On Fox Nation's "Deep Dive," a panel of foreign policy experts weighed in on deadly mass protests gripping Iraq as that nation's youth rebelled against government corruption and Iranian meddling in their country.
"We have a continuation of the Arab Spring of 2011, only Arab Spring light," said Fox News contributor and Pulitzer Prize-winning investigative reporter Judith Miller, in reference to the uprisings that threw the region into chaos eight years ago.
In the face of growing demonstrations, Iraqi's president pledged in a nationally televised speech on Thursday that Iraqi Prime Minister Adil Abdul Mahdi will step down if and when a successor is selected to take his place.
The decision came as Iraq’s semi-official human rights commission said 100 people have been killed and over 5,000 injured since Friday, when protests picked up again after a three-week hiatus.
"We've had the resignation in Lebanon of Saad Hariri, the prime minister, because of outrage over corruption and lack of delivery of services. Now we have the same situation in Iraq where their prime minister is under pressure," said Miller on Thursday's "Deep Dive," before the Iraqi president's address.
"I see these as good signs," continued Miller. "I see these as signs that people are finally getting a voice and demanding less corrupt, more efficient government. And Iraq has held together [despite] all of those predictions after the [Iraq] war that it would never hang together. Iraq has held together with great difficulty."
"But it is more fragile now than it's ever been," added Mike Pregent, who is a senior Middle East analyst and senior fellow at the Hudson Institute. "The people there are actually protesting on the streets in Lebanon and Iraq are... the Shia youth."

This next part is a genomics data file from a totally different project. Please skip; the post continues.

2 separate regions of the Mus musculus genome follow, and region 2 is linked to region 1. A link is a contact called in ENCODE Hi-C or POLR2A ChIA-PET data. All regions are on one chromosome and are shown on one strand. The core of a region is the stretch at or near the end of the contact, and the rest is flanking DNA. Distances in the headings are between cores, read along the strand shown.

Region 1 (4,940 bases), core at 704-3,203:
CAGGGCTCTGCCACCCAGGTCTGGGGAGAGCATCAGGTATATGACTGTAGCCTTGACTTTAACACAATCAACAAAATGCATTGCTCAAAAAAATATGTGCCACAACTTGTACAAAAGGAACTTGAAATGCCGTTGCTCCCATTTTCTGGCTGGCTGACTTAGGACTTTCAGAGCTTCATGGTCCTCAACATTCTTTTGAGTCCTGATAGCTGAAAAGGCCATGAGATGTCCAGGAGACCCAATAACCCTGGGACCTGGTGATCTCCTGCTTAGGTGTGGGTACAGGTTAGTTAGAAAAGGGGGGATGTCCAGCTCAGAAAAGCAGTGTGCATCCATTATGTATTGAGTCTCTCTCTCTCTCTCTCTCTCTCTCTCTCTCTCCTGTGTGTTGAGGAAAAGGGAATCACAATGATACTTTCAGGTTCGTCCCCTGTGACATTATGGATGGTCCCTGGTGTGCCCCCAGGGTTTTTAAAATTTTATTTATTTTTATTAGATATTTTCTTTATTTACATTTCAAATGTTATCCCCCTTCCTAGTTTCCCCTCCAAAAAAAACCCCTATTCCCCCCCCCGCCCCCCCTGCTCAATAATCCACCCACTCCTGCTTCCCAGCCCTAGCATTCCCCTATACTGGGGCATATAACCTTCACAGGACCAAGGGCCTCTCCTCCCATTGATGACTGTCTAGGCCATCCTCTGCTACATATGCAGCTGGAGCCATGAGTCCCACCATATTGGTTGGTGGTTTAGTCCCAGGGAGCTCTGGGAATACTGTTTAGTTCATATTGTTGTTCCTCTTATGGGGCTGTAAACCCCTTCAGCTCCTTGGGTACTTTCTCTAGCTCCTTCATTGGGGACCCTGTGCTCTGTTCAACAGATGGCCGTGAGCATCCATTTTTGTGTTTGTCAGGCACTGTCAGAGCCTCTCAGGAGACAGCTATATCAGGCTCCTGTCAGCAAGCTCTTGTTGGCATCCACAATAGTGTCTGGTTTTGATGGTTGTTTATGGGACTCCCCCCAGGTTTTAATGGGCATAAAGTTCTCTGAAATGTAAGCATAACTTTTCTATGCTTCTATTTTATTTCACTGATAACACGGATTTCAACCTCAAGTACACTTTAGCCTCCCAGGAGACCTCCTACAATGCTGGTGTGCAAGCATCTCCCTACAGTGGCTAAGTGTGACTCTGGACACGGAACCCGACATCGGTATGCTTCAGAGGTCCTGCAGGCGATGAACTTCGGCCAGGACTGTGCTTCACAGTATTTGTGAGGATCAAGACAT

The majority of Muslims living in Iraq are Shia and 70 percent of the country is under the age of 30, according to Pregent, setting the stage for a volatile situation.
"If you look at the history of the world, whenever there's been a baby boom population, whether it's been in the Roman Empire or in the American Revolution or the French Revolution, it's a revolutionary force," added President Trump's former deputy national security adviser, K.T. McFarland.
Pregent continued, by saying that this new movement is driven by a rejection of Iran's meddling in the affairs of Iraq.
"They are protesting against Iran's involvement. They're protesting against the religious parties," said Pregent. "[The Iranian commander of the Quds force, which is considered a terrorist group by the United States] Qassem Soleimani actually chaired a meeting in Baghdad [on Wednesday] that the prime minister was supposed to chair."
Pregent, who recently returned from a trip to the Middle East, also said that according to his sources Soleimani's message to protesters in Iran and Lebanon is, 'We will shoot you like we shoot Iraqis if you do this.'"
Nearly 250 Iraqis were killed in October alone as Iraqi government security forces cracked down on the growing protest movement. Pregent said that militia groups tied to Iran are also involved in the violent repression of the protests and on Tuesday, masked gunmen opened fire on Iraqi protesters in the Shiite holy city of Karbala, killing 18 people and wounding hundreds.
"We don't have any media spotlight on this. If that happened in Hong Kong, the international committee would be outraged. It's happening in Iraq. It shouldn't be ok to kill Iraqis," he said.
"They don't need U.S. foreign policy or legislative policy. They need U.S. media and western media to cover these protests because they are big. They're actually putting themselves at risk to push Iran back, something we haven't been able to do with our policies," he concluded.
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Fox News' Morgan Phillips and the Associated Press contributed to this report.